Rep. Akin Shouldn't Be in Office, Planned Parenthood Head Says

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Planned Parenthood President Cecile Richards denounced Rep. Todd Akin's comment that women rarely get pregnant from "legitimate rape," saying this morning that the statement was an "egregious example" of legislators "making policy on women's health without understanding it."

"This statement by Mr. Akin is, I think, politics at its worst, ignoring basic medicine and science in pursuit of some political ideology," Richards said today during a conference call with reporters.

Richards stopped short of calling for Akin to resign, noting that he joins a "long line of examples" of congressmen who are putting their "own personal political ideology ahead of the needs of women."

"I don't want to address whether he should resign, but I don't think he should be in office," she said in response to a question from ABC News. "This is more evidence of when policy makers are literally legislating about women's health and they don't have the most basic understanding particularly of women's reproductive care. This is perfect evidence of that enormous danger."

Richards addressed the Akin controversy during a conference call announcing that Planned Parenthood will use the $3 million in public donations it received the week that the Susan G. Komen Foundation announced it was pulling funding for the group on breast cancer screenings and educational outreach.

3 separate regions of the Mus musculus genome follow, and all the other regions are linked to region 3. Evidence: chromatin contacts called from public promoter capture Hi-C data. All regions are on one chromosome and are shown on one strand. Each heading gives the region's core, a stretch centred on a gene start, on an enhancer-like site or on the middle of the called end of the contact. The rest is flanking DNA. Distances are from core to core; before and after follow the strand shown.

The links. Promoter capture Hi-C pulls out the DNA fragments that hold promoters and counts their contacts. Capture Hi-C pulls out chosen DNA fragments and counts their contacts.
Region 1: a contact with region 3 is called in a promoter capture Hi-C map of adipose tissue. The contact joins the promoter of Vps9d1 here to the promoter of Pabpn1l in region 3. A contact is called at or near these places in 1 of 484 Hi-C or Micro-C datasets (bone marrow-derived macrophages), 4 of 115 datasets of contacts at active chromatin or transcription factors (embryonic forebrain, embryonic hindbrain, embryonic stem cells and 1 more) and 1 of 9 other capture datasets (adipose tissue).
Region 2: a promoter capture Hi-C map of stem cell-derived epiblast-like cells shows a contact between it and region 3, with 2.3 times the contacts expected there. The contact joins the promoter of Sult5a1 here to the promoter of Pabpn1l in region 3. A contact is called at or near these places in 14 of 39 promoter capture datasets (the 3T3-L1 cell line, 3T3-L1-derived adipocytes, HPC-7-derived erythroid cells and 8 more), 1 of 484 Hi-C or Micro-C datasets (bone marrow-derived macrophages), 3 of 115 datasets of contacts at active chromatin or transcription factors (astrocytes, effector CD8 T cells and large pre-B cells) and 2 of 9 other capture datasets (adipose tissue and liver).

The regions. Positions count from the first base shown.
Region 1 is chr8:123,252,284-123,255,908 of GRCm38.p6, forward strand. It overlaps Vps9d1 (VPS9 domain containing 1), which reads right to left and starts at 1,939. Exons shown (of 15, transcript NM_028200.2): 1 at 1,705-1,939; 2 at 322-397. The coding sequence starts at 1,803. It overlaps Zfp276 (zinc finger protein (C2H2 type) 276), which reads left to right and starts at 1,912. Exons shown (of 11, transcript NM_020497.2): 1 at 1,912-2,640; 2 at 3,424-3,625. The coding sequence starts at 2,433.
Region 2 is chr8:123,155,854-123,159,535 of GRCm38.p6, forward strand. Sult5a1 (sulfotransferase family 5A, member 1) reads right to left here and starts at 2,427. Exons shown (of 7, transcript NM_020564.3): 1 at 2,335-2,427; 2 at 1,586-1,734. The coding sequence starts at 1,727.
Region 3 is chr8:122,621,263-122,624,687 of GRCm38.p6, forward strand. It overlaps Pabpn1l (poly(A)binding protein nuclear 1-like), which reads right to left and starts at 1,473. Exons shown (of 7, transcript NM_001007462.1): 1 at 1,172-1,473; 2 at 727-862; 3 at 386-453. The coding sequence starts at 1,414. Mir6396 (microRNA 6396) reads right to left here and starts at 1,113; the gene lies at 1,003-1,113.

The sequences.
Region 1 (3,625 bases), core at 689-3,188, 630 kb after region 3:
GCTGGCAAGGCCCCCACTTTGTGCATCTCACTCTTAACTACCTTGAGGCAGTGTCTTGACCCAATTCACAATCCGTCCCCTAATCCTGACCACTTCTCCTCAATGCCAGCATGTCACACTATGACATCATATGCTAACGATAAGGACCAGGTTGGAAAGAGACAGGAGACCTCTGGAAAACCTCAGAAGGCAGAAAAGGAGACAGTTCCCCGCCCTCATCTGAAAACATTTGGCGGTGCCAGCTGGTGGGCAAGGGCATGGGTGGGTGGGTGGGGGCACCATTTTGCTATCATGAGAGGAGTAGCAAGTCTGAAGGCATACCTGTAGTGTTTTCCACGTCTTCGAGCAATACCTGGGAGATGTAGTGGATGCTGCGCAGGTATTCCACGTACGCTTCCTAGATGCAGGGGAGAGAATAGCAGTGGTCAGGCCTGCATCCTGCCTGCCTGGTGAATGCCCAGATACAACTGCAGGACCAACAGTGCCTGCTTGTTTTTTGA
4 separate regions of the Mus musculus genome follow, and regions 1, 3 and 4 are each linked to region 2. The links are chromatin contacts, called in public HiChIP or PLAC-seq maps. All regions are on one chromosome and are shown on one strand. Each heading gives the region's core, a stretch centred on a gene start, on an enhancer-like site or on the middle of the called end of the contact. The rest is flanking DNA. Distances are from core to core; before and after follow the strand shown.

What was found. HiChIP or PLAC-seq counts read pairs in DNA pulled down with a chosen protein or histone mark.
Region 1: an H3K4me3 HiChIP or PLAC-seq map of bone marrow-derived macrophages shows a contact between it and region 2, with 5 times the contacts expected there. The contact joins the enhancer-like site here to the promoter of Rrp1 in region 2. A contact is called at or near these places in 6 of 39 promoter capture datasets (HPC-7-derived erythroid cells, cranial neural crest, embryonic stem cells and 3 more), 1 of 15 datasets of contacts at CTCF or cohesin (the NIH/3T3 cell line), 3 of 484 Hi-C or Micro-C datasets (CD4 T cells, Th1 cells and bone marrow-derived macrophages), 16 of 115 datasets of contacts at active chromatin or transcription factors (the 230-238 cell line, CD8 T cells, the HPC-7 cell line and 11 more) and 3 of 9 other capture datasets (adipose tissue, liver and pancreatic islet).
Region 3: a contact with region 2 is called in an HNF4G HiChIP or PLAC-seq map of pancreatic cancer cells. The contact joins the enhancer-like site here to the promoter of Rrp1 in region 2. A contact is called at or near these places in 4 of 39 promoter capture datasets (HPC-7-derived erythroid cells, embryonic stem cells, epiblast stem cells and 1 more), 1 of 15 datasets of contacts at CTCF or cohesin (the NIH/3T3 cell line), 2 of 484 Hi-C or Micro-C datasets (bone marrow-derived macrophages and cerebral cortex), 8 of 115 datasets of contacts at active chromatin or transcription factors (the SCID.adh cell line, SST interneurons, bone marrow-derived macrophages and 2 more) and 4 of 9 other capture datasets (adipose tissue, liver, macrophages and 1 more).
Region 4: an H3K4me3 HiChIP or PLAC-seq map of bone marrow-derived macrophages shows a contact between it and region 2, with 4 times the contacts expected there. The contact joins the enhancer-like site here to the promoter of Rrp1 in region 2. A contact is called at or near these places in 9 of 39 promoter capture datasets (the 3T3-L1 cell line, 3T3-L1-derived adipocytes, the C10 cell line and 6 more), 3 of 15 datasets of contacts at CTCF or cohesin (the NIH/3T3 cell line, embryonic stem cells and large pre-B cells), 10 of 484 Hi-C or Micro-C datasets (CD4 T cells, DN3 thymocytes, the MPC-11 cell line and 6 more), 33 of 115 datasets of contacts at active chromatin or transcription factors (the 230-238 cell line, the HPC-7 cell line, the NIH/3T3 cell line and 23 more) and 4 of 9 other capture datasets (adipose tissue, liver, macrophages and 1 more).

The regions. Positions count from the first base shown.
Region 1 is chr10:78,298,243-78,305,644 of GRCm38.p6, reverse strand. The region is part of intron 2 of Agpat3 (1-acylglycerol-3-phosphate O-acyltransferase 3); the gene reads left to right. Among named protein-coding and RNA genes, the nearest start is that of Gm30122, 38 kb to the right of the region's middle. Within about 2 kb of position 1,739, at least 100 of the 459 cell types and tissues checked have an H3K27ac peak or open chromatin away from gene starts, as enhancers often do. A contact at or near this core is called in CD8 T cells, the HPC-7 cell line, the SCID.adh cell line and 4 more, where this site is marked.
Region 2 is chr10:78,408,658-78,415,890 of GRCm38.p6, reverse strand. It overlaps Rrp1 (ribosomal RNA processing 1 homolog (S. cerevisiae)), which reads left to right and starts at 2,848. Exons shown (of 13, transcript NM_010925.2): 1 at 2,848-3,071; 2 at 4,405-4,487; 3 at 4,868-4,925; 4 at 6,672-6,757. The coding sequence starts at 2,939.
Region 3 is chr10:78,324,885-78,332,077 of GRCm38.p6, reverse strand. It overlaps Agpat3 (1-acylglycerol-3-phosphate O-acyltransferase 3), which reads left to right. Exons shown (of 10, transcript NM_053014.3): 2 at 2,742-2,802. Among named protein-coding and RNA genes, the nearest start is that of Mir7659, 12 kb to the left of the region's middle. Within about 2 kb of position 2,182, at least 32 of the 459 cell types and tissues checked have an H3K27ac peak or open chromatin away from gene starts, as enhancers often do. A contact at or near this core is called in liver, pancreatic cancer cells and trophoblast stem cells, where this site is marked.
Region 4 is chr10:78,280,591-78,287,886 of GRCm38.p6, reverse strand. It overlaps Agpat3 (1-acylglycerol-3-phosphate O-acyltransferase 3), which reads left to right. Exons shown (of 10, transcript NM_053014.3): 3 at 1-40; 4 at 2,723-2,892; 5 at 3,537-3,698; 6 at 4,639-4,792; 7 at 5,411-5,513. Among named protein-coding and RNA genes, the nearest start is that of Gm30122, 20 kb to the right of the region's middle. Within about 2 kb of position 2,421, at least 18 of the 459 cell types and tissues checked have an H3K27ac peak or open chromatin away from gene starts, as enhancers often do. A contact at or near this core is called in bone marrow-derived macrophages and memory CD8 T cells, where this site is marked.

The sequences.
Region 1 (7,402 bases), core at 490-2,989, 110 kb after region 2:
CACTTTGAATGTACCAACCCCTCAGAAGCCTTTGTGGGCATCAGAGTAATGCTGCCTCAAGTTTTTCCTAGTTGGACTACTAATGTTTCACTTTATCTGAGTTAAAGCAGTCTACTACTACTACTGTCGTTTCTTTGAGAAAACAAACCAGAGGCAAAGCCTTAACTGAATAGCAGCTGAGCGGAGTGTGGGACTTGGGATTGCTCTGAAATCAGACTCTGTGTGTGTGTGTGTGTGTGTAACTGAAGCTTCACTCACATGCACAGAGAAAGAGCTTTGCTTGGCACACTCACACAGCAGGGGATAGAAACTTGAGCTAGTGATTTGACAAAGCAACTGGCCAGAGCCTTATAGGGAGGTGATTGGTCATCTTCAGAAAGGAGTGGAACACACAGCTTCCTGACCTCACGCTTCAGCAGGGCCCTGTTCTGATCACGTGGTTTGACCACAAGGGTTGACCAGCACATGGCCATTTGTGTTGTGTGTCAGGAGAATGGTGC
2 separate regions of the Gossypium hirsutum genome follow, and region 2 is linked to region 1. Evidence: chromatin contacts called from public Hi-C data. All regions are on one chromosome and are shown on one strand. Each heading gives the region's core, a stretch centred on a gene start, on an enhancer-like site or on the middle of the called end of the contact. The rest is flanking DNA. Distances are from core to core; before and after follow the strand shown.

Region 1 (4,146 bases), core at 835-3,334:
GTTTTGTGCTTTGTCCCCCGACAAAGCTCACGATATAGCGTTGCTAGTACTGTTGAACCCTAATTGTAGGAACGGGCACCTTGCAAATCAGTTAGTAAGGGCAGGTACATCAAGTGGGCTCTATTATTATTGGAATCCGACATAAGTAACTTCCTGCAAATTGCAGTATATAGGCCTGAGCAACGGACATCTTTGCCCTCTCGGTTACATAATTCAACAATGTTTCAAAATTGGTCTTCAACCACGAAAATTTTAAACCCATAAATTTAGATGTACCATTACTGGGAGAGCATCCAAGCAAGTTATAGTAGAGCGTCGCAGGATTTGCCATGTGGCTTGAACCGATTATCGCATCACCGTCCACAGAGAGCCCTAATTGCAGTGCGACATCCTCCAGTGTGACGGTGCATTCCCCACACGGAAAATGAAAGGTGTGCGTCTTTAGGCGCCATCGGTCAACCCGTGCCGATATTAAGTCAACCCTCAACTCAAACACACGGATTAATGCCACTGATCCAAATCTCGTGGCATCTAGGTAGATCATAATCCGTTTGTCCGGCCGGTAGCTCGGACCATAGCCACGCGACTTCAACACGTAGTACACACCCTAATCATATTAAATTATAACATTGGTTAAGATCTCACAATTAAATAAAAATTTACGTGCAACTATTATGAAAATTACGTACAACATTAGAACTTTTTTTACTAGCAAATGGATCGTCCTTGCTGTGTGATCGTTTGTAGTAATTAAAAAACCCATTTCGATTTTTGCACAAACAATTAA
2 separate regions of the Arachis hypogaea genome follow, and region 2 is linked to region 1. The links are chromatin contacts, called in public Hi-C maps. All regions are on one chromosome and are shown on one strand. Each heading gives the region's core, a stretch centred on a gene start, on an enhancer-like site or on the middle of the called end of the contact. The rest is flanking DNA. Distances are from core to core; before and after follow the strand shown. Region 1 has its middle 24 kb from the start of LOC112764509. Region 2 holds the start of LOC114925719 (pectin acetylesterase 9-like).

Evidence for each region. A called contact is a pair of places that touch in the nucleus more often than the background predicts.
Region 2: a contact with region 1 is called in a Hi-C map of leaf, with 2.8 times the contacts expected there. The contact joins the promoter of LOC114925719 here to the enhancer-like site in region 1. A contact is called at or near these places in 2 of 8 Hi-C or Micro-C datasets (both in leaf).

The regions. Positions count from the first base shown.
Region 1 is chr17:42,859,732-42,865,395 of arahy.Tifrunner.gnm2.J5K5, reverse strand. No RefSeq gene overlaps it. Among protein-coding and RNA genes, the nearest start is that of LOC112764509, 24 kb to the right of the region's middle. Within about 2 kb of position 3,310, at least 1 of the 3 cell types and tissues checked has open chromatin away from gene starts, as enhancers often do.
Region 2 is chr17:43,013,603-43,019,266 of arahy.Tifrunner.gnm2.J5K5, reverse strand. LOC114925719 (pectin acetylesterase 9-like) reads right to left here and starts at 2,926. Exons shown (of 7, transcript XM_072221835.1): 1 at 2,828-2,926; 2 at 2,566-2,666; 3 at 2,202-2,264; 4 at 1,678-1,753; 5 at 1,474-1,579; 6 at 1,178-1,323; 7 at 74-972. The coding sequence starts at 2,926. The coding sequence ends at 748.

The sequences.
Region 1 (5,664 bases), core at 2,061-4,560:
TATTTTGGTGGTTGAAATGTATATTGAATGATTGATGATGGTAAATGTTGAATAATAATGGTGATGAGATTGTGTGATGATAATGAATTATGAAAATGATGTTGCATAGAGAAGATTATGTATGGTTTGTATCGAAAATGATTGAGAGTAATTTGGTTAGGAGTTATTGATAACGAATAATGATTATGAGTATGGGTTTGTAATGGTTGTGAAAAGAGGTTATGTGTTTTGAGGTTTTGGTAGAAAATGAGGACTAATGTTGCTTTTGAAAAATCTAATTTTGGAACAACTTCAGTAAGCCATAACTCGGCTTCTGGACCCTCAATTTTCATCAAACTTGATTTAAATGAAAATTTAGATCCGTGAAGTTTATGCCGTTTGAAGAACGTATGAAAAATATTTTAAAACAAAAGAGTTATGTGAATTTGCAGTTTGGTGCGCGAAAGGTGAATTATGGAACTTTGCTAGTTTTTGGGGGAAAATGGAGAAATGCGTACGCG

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Akin, who is opposed to abortions in all cases including rape, created the controversy Sunday on the "Jaco Report" radio show.

"It seems to me first of all from what I understand from doctors, that's really rare," Akin said in response to a question about supporting legal abortions for rape victims. "If it's a legitimate rape the female body has ways to try to shut that whole thing down."

"But let's assume that maybe that didn't work or something," Akin continued. "I think there should be some punishment, but the punishment ought to be on the rapist, not attacking the child."

Akin said today that he "misspoke" and has "deep empathy" for rape victims.

In the 24 hours following Akin's remarks even staunch abortion opponents have condemned his comments. GOP presidential candidate Mitt Romney dubbed his remarks "insulting, inexcusable, and, frankly, wrong," in an interview with the National Review this morning.

Sen. Scott Brown, R-Mass., and Sen. Rob Johnson, R-Wisc., said Akin should resign from his Missouri Senate race where he is seeking to unseat Democratic incumbent Claire McCaskill.

"I found Todd Akin's comments about women and rape outrageous, inappropriate and wrong," Brown said in a statement. "There is no place in our public discourse for this type of offensive thinking. Not only should he apologize, but I believe Rep. Akin's statement was so far out of bounds that he should resign the nomination for U.S. Senate in Missouri."